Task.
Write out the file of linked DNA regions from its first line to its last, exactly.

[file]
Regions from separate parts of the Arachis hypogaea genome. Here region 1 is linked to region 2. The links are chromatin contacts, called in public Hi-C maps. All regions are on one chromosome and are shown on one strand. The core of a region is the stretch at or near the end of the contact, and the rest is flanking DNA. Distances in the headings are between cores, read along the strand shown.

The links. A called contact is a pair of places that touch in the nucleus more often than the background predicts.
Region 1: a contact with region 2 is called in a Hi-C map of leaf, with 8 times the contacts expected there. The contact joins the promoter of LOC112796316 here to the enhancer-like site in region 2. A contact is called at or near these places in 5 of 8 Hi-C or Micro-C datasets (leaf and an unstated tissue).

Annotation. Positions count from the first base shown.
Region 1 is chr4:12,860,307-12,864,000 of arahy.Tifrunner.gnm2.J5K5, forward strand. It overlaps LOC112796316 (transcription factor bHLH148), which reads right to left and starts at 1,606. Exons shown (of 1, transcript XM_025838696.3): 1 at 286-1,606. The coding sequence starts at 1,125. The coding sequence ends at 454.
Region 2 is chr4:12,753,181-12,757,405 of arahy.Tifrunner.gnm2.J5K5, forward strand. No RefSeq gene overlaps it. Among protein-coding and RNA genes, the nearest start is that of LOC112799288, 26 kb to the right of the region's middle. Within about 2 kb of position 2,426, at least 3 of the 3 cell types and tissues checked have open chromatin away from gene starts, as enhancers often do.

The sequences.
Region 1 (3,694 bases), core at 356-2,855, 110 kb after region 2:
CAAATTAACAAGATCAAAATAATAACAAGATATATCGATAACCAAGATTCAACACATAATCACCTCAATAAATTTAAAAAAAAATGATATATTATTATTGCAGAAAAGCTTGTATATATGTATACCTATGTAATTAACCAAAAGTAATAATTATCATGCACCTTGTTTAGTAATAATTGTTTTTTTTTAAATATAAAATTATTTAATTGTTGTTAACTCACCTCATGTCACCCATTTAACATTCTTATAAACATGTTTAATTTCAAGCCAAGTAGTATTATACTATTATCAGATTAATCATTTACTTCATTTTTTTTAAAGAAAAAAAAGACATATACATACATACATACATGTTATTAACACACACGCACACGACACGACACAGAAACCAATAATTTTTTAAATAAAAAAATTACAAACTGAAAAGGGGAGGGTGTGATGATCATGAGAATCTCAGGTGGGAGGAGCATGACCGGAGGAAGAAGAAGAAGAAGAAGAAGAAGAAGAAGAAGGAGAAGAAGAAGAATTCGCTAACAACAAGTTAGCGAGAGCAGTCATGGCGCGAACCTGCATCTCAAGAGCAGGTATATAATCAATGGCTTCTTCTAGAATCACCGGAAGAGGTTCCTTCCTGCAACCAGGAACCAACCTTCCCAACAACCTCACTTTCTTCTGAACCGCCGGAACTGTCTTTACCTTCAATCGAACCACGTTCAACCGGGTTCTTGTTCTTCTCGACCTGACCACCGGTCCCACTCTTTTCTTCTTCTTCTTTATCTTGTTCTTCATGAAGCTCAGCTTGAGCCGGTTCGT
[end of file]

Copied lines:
Regions from separate parts of the Arachis hypogaea genome. Here region 1 is linked to region 2. The links are chromatin contacts, called in public Hi-C maps. All regions are on one chromosome and are shown on one strand. The core of a region is the stretch at or near the end of the contact, and the rest is flanking DNA. Distances in the headings are between cores, read along the strand shown.

The links. A called contact is a pair of places that touch in the nucleus more often than the background predicts.
Region 1: a contact with region 2 is called in a Hi-C map of leaf, with 8 times the contacts expected there. The contact joins the promoter of LOC112796316 here to the enhancer-like site in region 2. A contact is called at or near these places in 5 of 8 Hi-C or Micro-C datasets (leaf and an unstated tissue).

Annotation. Positions count from the first base shown.
Region 1 is chr4:12,860,307-12,864,000 of arahy.Tifrunner.gnm2.J5K5, forward strand. It overlaps LOC112796316 (transcription factor bHLH148), which reads right to left and starts at 1,606. Exons shown (of 1, transcript XM_025838696.3): 1 at 286-1,606. The coding sequence starts at 1,125. The coding sequence ends at 454.
Region 2 is chr4:12,753,181-12,757,405 of arahy.Tifrunner.gnm2.J5K5, forward strand. No RefSeq gene overlaps it. Among protein-coding and RNA genes, the nearest start is that of LOC112799288, 26 kb to the right of the region's middle. Within about 2 kb of position 2,426, at least 3 of the 3 cell types and tissues checked have open chromatin away from gene starts, as enhancers often do.

The sequences.
Region 1 (3,694 bases), core at 356-2,855, 110 kb after region 2:
CAAATTAACAAGATCAAAATAATAACAAGATATATCGATAACCAAGATTCAACACATAATCACCTCAATAAATTTAAAAAAAAATGATATATTATTATTGCAGAAAAGCTTGTATATATGTATACCTATGTAATTAACCAAAAGTAATAATTATCATGCACCTTGTTTAGTAATAATTGTTTTTTTTTAAATATAAAATTATTTAATTGTTGTTAACTCACCTCATGTCACCCATTTAACATTCTTATAAACATGTTTAATTTCAAGCCAAGTAGTATTATACTATTATCAGATTAATCATTTACTTCATTTTTTTTAAAGAAAAAAAAGACATATACATACATACATACATGTTATTAACACACACGCACACGACACGACACAGAAACCAATAATTTTTTAAATAAAAAAATTACAAACTGAAAAGGGGAGGGTGTGATGATCATGAGAATCTCAGGTGGGAGGAGCATGACCGGAGGAAGAAGAAGAAGAAGAAGAAGAAGAAGAAGAAGGAGAAGAAGAAGAATTCGCTAACAACAAGTTAGCGAGAGCAGTCATGGCGCGAACCTGCATCTCAAGAGCAGGTATATAATCAATGGCTTCTTCTAGAATCACCGGAAGAGGTTCCTTCCTGCAACCAGGAACCAACCTTCCCAACAACCTCACTTTCTTCTGAACCGCCGGAACTGTCTTTACCTTCAATCGAACCACGTTCAACCGGGTTCTTGTTCTTCTCGACCTGACCACCGGTCCCACTCTTTTCTTCTTCTTCTTTATCTTGTTCTTCATGAAGCTCAGCTTGAGCCGGTTCGT